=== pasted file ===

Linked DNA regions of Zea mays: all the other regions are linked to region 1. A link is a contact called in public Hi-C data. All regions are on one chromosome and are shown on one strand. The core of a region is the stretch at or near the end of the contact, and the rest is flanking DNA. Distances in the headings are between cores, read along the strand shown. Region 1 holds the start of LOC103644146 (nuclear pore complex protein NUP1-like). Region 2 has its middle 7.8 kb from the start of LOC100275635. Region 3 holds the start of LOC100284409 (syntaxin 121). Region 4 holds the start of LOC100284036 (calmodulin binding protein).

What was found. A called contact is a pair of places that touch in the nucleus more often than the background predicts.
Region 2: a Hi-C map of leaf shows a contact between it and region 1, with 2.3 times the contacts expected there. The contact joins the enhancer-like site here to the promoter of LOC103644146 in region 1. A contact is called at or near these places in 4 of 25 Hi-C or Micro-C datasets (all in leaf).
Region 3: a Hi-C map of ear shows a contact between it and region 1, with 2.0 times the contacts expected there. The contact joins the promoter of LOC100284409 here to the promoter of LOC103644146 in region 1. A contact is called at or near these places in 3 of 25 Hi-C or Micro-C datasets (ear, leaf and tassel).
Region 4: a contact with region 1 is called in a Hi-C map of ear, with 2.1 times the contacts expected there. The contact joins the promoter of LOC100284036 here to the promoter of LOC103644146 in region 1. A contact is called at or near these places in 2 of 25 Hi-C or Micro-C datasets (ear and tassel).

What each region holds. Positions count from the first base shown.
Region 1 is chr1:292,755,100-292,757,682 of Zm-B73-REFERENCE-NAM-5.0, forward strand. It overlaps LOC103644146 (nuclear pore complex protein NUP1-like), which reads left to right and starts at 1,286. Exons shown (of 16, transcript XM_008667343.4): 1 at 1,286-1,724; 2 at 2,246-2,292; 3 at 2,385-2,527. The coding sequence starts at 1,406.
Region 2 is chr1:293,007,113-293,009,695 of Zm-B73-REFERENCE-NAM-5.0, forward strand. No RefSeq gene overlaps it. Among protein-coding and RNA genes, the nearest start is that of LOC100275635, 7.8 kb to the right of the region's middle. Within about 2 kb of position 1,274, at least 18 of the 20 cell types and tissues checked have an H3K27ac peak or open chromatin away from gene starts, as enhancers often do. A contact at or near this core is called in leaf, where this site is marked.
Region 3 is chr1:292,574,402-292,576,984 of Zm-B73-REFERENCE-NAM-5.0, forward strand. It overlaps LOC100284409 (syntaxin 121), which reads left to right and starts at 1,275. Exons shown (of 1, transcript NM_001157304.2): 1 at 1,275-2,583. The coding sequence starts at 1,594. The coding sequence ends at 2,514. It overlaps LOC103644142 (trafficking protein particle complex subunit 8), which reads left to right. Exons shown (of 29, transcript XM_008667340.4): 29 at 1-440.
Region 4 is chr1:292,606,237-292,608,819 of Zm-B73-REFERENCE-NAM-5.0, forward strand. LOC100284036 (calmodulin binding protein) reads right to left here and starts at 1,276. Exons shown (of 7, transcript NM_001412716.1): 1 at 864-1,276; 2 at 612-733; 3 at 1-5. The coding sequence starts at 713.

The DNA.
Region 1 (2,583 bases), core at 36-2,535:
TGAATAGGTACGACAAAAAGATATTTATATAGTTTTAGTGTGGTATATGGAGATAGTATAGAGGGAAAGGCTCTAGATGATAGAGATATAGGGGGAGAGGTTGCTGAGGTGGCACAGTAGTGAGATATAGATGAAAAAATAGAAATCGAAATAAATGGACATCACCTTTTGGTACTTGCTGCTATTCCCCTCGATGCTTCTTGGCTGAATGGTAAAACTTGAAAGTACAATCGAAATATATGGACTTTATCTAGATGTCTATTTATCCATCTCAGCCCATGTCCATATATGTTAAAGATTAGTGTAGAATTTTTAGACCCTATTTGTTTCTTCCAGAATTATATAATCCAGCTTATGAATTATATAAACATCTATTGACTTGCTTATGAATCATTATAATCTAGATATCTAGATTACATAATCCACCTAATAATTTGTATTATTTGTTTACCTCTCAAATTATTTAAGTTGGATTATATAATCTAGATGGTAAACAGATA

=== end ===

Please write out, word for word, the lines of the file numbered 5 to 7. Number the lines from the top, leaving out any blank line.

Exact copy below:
Region 4: a contact with region 1 is called in a Hi-C map of ear, with 2.1 times the contacts expected there. The contact joins the promoter of LOC100284036 here to the promoter of LOC103644146 in region 1. A contact is called at or near these places in 2 of 25 Hi-C or Micro-C datasets (ear and tassel).

What each region holds. Positions count from the first base shown.
Region 1 is chr1:292,755,100-292,757,682 of Zm-B73-REFERENCE-NAM-5.0, forward strand. It overlaps LOC103644146 (nuclear pore complex protein NUP1-like), which reads left to right and starts at 1,286. Exons shown (of 16, transcript XM_008667343.4): 1 at 1,286-1,724; 2 at 2,246-2,292; 3 at 2,385-2,527. The coding sequence starts at 1,406.